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Goldfine v. Kelly

Citation: 30 ELR 20256
No. No. 98 Civ. 8328(WCC), 80 F. Supp. 2d 153/49 ERC 2046/(S.D.N.Y., 01/03/2000)

The court dismisses as unripe a developer's civil rights action against a city, a state environmental protection agency, agency employees, and a citizen group that allegedly opposed the developer's construction of a residential subdivision within the city's watershed. The court first holds that the developer's takings, equal protection, and due process claims are not ripe. There has been no final decision on the subdivision because the developer has yet to apply to the agency for the necessary approval. Also, there has been no final decision in the agency's attempt to purchase the subdivision because the agency never made an official purchase offer. Further, the developer's allegations do not invoke the futility exception to the final decision requirement. Although the developer had the information and opportunity to submit a meaningful application to the agency, it failed to do so. Moreover, although the record supports the developer's allegations of hostility by the agency and others toward the subdivision, these allegations are insufficient to show that the prospect of refusal was certain. Similarly, a delay of three years in the subdivision's development is insufficient to create futility. In addition, even if the futility exception applied, the claim would not be ripe because of the developer's failure to show that the state does not provide a remedy for the alleged violations.

The court next holds that the developer's claim against agency employees for supervisory liability is unripe. For a supervisor to be liable under 42 U.S.C. § 1983 there must have been an underlying constitutional violation, but the developer has not adequately alleged such a violation. Likewise, the court holds that the developer's municipal liability claim that the city has a custom or policy of inducing the agency to discourage development within the watershed is not ripe for review. The developer's allegations are sufficient to infer a custom or policy to discourage development. However, because the city has not made a finaldecision regarding the subdivision, the developer's equal protection claim is not ripe. Further, the developer's due process claims against the city are not ripe because the city has broad discretion to approve or reject the subdivision. Thus, the developer has no property interest in the approval of the development. Even if it did have a property interest, the city did not issue a final decision regarding the subdivision. Moreover, the developer's § 1983 conspiracy claim is not ripe because he has not alleged a violation of his federal rights. Likewise, the developer's conspiracy claims against all defendants under 42 U.S.C. § 1985 must be dismissed because the developer failed to allege that the defendants discriminated against him because of his membership in a protected class.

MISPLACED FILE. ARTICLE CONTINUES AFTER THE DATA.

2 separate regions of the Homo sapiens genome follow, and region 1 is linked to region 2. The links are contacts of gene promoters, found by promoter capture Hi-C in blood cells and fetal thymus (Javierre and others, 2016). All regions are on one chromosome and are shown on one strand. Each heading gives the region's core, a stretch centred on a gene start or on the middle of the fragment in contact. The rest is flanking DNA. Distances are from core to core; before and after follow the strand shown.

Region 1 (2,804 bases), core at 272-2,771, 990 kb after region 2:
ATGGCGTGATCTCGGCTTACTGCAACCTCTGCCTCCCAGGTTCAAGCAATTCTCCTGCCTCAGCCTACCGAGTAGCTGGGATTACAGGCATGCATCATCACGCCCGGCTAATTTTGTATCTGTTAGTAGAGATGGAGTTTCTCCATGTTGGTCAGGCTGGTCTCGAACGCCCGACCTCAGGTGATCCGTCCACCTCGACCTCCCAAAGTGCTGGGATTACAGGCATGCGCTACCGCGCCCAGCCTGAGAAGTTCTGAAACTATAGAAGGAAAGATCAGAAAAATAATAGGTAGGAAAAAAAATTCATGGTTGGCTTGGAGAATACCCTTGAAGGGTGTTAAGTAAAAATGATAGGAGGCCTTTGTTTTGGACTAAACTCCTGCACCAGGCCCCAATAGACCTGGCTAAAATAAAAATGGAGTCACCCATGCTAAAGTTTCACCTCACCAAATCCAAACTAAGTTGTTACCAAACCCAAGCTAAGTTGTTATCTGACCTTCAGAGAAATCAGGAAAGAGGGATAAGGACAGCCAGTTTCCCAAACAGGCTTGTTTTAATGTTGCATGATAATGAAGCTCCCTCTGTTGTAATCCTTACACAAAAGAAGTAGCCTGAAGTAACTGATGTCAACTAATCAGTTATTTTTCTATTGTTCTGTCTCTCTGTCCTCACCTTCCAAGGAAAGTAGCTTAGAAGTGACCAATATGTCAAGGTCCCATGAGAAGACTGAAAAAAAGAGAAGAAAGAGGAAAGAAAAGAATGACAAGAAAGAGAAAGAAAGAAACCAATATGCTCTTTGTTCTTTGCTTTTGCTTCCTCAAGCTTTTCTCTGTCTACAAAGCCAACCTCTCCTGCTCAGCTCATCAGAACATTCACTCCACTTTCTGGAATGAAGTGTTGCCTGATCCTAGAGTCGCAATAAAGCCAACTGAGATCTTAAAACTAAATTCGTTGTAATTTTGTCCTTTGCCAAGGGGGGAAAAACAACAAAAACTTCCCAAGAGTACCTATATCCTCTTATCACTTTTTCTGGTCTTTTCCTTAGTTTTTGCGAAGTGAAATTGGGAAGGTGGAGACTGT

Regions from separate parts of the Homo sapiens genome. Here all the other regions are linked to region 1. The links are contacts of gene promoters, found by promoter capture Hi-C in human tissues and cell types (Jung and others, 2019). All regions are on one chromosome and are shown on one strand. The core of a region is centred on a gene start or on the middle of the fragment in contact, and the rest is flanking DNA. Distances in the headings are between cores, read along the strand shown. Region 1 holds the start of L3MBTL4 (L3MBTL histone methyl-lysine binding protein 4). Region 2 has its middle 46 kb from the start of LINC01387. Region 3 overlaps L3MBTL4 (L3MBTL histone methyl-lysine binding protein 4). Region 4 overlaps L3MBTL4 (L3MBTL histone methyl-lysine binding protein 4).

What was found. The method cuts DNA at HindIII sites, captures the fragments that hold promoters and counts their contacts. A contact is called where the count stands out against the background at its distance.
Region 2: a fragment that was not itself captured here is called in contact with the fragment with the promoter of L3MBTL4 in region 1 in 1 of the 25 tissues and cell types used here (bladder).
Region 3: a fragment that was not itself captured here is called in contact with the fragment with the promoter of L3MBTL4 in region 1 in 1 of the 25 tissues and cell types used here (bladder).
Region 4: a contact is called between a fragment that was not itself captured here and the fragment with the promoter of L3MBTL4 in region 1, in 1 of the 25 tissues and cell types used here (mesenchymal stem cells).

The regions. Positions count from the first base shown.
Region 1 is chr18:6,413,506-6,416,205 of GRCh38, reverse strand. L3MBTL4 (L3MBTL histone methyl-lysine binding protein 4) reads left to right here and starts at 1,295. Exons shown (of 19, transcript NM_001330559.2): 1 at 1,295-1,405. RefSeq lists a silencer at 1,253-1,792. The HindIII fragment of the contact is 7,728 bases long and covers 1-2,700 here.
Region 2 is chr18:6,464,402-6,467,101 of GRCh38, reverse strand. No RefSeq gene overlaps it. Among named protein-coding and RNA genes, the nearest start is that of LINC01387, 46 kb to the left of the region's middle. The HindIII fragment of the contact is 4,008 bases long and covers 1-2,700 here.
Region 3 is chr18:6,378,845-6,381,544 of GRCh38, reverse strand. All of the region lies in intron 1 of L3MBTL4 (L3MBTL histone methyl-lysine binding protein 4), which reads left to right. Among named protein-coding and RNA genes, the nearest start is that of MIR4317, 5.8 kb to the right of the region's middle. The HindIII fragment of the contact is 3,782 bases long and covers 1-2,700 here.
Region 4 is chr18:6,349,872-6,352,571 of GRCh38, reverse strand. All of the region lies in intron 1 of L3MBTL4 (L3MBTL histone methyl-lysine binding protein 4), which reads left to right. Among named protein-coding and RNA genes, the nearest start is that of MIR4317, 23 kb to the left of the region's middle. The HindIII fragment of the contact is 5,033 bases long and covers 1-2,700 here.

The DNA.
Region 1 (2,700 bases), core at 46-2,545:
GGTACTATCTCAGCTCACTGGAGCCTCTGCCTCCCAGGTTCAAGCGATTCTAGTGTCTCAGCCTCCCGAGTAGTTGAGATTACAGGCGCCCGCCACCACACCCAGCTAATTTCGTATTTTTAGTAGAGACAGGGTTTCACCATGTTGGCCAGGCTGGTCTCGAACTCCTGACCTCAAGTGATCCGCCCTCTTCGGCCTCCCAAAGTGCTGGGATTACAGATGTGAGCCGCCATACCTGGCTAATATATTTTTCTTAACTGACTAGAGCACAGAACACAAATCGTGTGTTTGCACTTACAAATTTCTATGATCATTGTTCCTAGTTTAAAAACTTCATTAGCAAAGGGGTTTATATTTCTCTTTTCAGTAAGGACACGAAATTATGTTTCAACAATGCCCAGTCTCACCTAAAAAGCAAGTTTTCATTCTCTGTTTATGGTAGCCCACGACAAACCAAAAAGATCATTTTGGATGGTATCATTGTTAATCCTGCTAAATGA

The full text of this opinion is available from ELR (12 pp., ELR Order No. L-159).

Counsel for Plaintiff
John J. Hogan
Stephens & Hogan
Prospect Hill Rd., Brewster NY 10509
(914) 279-4226

Counsel for Defendants
Michael D. Hess
Office of Corporation Counsel
100 Church St., New York NY 10007
(212) 788-0303